In 2021, the global community will develop a new action framework for the UN Convention on Biological Diversity, advance action under the UN Framework Convention on Climate Change, and begin the UN Decade for Ecosystem Restoration. Sustainable food systems must be central to these strategies.

3. Strengthen, democratize and localize food systems planning. To approach food systems transformation holistically, policy-makers must democratize planning and invite all actors working in and alongside food systems – producers, businesses, social and environmental organizations, health workers, farmers, consumers, scientists and policy-makers – to be part of the effort. While national policy-makers can provide critical perspectives and frameworks for change, local and regional stakeholders must be able to shape their own food systems to reflect local values, resources and priorities.

EcoAgriculture Partners, for example, has documented nearly 500 large landscape partnerships in Africa, Latin America, Asia, Europe and the US, whose members are collaborating on long-term food system resilience and sustainable development. We need their perspectives at the upcoming Food Systems Summit.

Loading...
Moving forward

The COVID-19 pandemic has revealed the vulnerabilities and failures of our food systems, and the urgent need to build back better. Visionaries around the world are already leading the way. The Rockefeller Foundation’s Food System Vision Prize received innovative ideas from 1,300 collaborative organizations focused on building food systems that integrate food, environment, health, culture, diets and technology. These ideas prove that we can build resilient food systems that sustain both human health and the health of our planet – and a systems approach will help us get there. We’ll be exploring those ideas during a virtual event on 24 June – we hope you will join us.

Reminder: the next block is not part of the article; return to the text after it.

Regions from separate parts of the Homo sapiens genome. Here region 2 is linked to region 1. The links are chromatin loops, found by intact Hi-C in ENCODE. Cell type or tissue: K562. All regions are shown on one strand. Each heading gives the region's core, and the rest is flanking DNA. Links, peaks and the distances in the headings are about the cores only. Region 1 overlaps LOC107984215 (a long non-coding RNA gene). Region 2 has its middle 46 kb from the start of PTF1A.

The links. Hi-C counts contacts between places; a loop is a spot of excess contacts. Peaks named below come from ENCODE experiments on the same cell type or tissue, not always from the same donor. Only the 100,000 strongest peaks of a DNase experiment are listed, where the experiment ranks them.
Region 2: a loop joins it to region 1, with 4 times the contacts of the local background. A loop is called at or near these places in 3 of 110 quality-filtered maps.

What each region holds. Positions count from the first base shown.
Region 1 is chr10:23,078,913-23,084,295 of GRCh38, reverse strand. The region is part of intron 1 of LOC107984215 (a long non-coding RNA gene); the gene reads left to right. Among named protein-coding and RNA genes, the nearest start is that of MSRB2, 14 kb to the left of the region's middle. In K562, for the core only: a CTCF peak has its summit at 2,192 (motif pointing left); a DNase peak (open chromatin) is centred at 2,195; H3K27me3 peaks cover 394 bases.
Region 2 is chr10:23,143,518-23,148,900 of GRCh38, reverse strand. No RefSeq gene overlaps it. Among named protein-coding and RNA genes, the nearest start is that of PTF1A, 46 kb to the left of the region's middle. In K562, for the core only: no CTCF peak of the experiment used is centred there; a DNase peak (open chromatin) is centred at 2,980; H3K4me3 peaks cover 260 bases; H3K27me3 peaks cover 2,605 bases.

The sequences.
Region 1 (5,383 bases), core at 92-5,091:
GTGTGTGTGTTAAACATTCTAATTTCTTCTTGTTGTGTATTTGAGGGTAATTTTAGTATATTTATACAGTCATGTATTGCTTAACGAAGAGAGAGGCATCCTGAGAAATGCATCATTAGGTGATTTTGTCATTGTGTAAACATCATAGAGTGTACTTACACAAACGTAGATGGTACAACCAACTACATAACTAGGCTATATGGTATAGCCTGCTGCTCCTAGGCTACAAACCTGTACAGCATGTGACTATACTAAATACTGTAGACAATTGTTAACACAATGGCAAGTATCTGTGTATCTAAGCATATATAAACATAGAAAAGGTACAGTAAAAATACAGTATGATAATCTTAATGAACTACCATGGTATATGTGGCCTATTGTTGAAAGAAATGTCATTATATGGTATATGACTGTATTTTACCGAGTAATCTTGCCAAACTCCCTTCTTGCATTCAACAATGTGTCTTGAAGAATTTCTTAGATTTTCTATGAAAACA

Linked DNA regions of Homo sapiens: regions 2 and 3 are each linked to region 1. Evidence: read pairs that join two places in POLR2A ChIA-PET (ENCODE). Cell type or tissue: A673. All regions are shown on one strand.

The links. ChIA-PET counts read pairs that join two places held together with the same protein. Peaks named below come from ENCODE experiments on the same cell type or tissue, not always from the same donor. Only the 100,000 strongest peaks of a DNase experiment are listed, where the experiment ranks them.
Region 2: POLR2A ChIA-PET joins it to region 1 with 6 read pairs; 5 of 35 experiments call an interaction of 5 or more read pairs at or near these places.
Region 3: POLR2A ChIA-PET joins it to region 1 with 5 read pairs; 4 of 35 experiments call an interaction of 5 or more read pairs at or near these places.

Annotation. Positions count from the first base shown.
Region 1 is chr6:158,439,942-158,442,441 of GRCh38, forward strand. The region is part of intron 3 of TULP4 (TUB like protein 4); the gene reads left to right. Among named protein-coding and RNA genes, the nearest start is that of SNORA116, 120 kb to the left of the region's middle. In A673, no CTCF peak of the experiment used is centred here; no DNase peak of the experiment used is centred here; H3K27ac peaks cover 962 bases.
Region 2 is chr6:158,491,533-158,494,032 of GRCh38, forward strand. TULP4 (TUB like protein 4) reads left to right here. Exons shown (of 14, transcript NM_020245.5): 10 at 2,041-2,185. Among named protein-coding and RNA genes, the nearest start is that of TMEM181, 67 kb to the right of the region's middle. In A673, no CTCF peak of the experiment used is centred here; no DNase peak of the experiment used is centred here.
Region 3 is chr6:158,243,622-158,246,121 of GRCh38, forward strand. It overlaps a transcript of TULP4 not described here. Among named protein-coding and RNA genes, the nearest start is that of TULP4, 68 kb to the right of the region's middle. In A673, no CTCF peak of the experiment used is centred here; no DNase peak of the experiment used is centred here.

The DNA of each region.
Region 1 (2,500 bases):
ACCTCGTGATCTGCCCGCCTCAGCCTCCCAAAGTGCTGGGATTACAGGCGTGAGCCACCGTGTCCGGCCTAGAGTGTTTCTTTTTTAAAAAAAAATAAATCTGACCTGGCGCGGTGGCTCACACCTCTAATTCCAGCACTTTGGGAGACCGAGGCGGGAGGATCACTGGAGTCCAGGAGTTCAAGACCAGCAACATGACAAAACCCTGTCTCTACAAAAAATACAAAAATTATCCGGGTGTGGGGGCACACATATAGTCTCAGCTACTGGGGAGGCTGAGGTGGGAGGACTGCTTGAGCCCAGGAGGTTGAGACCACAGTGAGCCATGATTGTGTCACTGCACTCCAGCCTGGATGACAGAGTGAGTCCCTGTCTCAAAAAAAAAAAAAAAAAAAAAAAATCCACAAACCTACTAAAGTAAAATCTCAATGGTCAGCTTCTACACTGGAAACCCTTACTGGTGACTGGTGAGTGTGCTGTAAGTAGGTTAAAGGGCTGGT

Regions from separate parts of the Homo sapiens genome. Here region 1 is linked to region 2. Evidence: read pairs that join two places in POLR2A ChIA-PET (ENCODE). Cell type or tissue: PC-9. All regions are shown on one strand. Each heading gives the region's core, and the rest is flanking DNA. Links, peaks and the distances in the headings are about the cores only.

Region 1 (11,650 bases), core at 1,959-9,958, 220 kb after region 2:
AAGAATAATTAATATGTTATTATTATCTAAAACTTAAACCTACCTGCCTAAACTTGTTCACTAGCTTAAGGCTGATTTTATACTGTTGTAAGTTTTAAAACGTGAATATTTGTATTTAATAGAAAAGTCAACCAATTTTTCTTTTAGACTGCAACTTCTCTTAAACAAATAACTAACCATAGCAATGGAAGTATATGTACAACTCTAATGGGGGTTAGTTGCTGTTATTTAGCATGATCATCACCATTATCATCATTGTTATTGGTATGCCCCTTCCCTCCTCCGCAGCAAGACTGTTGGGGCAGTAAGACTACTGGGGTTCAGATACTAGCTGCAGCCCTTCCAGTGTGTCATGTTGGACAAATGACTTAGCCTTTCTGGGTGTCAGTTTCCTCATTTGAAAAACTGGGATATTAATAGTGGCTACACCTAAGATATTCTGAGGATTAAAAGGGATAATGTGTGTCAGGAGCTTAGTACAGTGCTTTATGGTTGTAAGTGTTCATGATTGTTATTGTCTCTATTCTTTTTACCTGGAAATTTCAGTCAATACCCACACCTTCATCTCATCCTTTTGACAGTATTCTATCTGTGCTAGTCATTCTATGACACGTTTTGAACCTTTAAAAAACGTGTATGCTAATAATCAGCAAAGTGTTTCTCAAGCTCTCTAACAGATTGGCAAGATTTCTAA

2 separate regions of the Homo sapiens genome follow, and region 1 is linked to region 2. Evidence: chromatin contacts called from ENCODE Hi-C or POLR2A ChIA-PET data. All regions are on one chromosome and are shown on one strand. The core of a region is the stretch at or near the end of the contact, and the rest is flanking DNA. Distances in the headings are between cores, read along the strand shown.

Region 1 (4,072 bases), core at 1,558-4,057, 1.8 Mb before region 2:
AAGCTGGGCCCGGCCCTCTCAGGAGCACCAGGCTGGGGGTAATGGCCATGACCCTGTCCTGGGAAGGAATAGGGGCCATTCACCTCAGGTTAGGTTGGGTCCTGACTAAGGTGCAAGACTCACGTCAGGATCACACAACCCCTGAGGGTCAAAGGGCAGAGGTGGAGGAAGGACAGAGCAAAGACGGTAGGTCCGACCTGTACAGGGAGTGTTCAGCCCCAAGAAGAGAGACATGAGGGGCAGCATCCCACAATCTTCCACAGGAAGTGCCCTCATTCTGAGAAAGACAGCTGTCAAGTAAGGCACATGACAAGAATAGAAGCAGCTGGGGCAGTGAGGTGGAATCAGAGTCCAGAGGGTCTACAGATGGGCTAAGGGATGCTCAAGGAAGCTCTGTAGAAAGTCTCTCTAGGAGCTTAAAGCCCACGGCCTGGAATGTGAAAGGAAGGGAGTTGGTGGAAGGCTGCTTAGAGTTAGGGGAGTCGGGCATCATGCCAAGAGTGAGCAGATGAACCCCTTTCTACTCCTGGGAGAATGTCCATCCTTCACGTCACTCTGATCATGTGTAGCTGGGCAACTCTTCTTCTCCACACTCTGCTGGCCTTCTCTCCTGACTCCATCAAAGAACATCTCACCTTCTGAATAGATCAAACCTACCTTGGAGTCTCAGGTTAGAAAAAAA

Now, we have a choice: to go back to the old “normal,” or to work together and emerge stronger. A nourishing, resilient and sustainable food future is within our grasp.

Don't miss any update on this topic

Create a free account and access your personalized content collection with our latest publications and analyses.

Sign up for free

License and Republishing

World Economic Forum articles may be republished in accordance with the Creative Commons Attribution-NonCommercial-NoDerivatives 4.0 International Public License, and in accordance with our Terms of Use.

The views expressed in this article are those of the author alone and not the World Economic Forum.

Related topics:
COVID-19Agriculture, Food and BeverageFood Security
Share:
World Economic Forum logo
Global Agenda

The Agenda Weekly

A weekly update of the most important issues driving the global agenda

Subscribe today

You can unsubscribe at any time using the link in our emails. For more details, review our privacy policy.

Winding down COVAX – lessons learnt from delivering 2 billion COVID-19 vaccinations to lower-income countries

Charlotte Edmond

January 8, 2024

About Us

Events

Media

Partners & Members

  • Join Us

Language Editions

Privacy Policy & Terms of Service

© 2024 World Economic Forum